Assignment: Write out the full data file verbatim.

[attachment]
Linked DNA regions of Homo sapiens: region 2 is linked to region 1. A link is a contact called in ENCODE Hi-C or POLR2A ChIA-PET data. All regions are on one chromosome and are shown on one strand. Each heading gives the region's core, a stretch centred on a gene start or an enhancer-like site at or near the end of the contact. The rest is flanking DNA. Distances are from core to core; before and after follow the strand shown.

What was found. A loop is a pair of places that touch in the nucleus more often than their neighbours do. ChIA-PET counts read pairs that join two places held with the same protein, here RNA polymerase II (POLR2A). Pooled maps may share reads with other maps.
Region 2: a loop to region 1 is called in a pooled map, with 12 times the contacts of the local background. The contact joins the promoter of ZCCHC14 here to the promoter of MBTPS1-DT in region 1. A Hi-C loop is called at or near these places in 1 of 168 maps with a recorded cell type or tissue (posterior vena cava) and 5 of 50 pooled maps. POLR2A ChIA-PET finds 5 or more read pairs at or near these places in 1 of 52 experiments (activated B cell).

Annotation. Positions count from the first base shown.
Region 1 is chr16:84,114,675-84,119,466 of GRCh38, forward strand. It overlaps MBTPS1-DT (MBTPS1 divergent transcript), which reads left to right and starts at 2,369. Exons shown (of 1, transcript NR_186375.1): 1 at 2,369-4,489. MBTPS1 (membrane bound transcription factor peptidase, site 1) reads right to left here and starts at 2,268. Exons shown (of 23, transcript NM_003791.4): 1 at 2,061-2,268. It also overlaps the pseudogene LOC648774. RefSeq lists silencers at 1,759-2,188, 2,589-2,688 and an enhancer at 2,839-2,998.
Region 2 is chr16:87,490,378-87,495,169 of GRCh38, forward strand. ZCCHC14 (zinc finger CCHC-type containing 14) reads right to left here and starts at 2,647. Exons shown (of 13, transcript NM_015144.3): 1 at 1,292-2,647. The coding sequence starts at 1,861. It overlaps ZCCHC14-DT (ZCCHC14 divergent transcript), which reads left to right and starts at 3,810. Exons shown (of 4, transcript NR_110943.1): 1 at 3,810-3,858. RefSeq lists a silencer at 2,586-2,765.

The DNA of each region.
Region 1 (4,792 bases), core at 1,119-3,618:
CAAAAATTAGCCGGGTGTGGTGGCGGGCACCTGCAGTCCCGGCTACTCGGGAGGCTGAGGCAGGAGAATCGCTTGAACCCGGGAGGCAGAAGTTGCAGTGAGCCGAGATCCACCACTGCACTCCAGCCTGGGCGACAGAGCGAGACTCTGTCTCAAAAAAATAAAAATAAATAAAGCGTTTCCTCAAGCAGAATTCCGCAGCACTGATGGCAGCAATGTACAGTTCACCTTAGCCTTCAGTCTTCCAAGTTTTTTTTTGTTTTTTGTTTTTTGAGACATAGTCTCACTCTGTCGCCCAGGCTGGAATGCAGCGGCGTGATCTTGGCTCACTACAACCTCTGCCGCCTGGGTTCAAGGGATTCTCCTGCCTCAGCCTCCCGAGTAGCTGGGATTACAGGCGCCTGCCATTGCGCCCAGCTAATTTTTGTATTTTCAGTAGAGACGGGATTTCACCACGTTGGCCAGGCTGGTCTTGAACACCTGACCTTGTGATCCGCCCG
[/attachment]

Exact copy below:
Linked DNA regions of Homo sapiens: region 2 is linked to region 1. A link is a contact called in ENCODE Hi-C or POLR2A ChIA-PET data. All regions are on one chromosome and are shown on one strand. Each heading gives the region's core, a stretch centred on a gene start or an enhancer-like site at or near the end of the contact. The rest is flanking DNA. Distances are from core to core; before and after follow the strand shown.

What was found. A loop is a pair of places that touch in the nucleus more often than their neighbours do. ChIA-PET counts read pairs that join two places held with the same protein, here RNA polymerase II (POLR2A). Pooled maps may share reads with other maps.
Region 2: a loop to region 1 is called in a pooled map, with 12 times the contacts of the local background. The contact joins the promoter of ZCCHC14 here to the promoter of MBTPS1-DT in region 1. A Hi-C loop is called at or near these places in 1 of 168 maps with a recorded cell type or tissue (posterior vena cava) and 5 of 50 pooled maps. POLR2A ChIA-PET finds 5 or more read pairs at or near these places in 1 of 52 experiments (activated B cell).

Annotation. Positions count from the first base shown.
Region 1 is chr16:84,114,675-84,119,466 of GRCh38, forward strand. It overlaps MBTPS1-DT (MBTPS1 divergent transcript), which reads left to right and starts at 2,369. Exons shown (of 1, transcript NR_186375.1): 1 at 2,369-4,489. MBTPS1 (membrane bound transcription factor peptidase, site 1) reads right to left here and starts at 2,268. Exons shown (of 23, transcript NM_003791.4): 1 at 2,061-2,268. It also overlaps the pseudogene LOC648774. RefSeq lists silencers at 1,759-2,188, 2,589-2,688 and an enhancer at 2,839-2,998.
Region 2 is chr16:87,490,378-87,495,169 of GRCh38, forward strand. ZCCHC14 (zinc finger CCHC-type containing 14) reads right to left here and starts at 2,647. Exons shown (of 13, transcript NM_015144.3): 1 at 1,292-2,647. The coding sequence starts at 1,861. It overlaps ZCCHC14-DT (ZCCHC14 divergent transcript), which reads left to right and starts at 3,810. Exons shown (of 4, transcript NR_110943.1): 1 at 3,810-3,858. RefSeq lists a silencer at 2,586-2,765.

The DNA of each region.
Region 1 (4,792 bases), core at 1,119-3,618:
CAAAAATTAGCCGGGTGTGGTGGCGGGCACCTGCAGTCCCGGCTACTCGGGAGGCTGAGGCAGGAGAATCGCTTGAACCCGGGAGGCAGAAGTTGCAGTGAGCCGAGATCCACCACTGCACTCCAGCCTGGGCGACAGAGCGAGACTCTGTCTCAAAAAAATAAAAATAAATAAAGCGTTTCCTCAAGCAGAATTCCGCAGCACTGATGGCAGCAATGTACAGTTCACCTTAGCCTTCAGTCTTCCAAGTTTTTTTTTGTTTTTTGTTTTTTGAGACATAGTCTCACTCTGTCGCCCAGGCTGGAATGCAGCGGCGTGATCTTGGCTCACTACAACCTCTGCCGCCTGGGTTCAAGGGATTCTCCTGCCTCAGCCTCCCGAGTAGCTGGGATTACAGGCGCCTGCCATTGCGCCCAGCTAATTTTTGTATTTTCAGTAGAGACGGGATTTCACCACGTTGGCCAGGCTGGTCTTGAACACCTGACCTTGTGATCCGCCCG